EDS dealing with NMCI strain

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EDS officials today said the Navy Marine Corps Intranet is their biggest "problem contract," but reaffirmed their commitment to it as they laid out a plan for putting the company on stronger financial footing.

The $8.8 billion NMCI contract is costing EDS serious money, according to Michael Jordan, the company's chief executive officer and chairman. It, along with a few other problem contracts, has knocked the company's profit margins down by half since 2000 and has been a "huge strain on the balance sheet."

NMCI alone accounted for a $334 million loss in the quarter that ended March 31. Balancing NMCI with the company's other operations led to a $126 million net loss for the quarter.

Speaking to an audience of financial analysts gathered at a New York hotel and via a Webcast, Jordan and EDS chief financial officer Bob Swan said they expect the money drain to ease during the next year.

The largest expenses for NMCI have been paid already, Swan said, so costs will be lower in the future. Meanwhile, the company has identified broad areas that its problem contracts have in common, and have developed policies to avoid them in the future.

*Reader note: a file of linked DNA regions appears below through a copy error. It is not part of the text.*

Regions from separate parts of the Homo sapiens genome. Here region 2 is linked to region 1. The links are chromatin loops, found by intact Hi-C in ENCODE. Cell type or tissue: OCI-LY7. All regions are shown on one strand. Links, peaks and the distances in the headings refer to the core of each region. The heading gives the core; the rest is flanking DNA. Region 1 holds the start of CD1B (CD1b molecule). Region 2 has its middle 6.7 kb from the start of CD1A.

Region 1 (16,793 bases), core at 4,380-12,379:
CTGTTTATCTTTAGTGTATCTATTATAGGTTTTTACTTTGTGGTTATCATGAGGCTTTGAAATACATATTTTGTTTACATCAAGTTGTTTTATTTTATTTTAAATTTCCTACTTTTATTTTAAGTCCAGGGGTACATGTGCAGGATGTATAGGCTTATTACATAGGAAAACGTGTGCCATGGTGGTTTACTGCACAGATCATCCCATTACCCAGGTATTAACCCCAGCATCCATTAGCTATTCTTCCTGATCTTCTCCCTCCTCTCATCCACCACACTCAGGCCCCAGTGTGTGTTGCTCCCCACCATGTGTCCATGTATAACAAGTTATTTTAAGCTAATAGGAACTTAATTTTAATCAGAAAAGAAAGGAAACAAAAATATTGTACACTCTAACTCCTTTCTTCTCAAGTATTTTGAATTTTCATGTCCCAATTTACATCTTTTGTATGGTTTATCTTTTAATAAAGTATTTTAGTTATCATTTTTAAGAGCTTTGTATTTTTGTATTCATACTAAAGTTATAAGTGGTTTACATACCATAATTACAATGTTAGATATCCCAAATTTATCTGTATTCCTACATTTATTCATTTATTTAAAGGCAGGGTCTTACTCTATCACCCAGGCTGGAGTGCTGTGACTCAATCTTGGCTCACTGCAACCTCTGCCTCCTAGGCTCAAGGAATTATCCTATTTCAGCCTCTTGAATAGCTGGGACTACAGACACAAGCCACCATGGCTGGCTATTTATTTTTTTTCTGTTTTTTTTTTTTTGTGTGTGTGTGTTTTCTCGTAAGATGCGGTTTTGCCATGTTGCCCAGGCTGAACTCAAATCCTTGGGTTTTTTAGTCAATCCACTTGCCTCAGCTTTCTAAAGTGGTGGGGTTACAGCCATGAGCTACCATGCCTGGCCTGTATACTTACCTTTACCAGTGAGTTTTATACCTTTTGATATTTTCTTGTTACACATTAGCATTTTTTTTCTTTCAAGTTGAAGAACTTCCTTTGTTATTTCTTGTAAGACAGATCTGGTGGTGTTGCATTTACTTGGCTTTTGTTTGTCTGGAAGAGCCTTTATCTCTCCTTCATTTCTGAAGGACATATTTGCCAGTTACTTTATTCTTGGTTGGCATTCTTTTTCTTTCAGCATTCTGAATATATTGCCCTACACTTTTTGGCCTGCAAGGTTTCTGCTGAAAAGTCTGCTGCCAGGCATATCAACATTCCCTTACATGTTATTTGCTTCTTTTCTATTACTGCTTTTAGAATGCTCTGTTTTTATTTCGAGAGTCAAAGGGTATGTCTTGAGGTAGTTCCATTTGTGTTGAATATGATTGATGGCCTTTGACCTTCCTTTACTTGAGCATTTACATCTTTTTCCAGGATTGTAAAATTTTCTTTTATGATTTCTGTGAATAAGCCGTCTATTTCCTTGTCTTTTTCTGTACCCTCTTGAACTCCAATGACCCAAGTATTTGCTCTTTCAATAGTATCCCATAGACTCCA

The weaknesses revolve around the company's performance and delivery, including meeting milestones, a problem that calls for better project management. To help improve in that area, EDS is developing a more unified organizational structure for the company, Swan said.

Other problems lie in careless contract language, and faulty assumptions that EDS has made in evaluating deals and clients' credit profiles, he said. The company is addressing those problems by requiring that high-ranking company officials approve contract changes. It also is developing some standard contract language for key provisions.

"I'm not sure our work will ever be done, but our intention is clear, to avoid repeating problems we've had in the past," Swan said.

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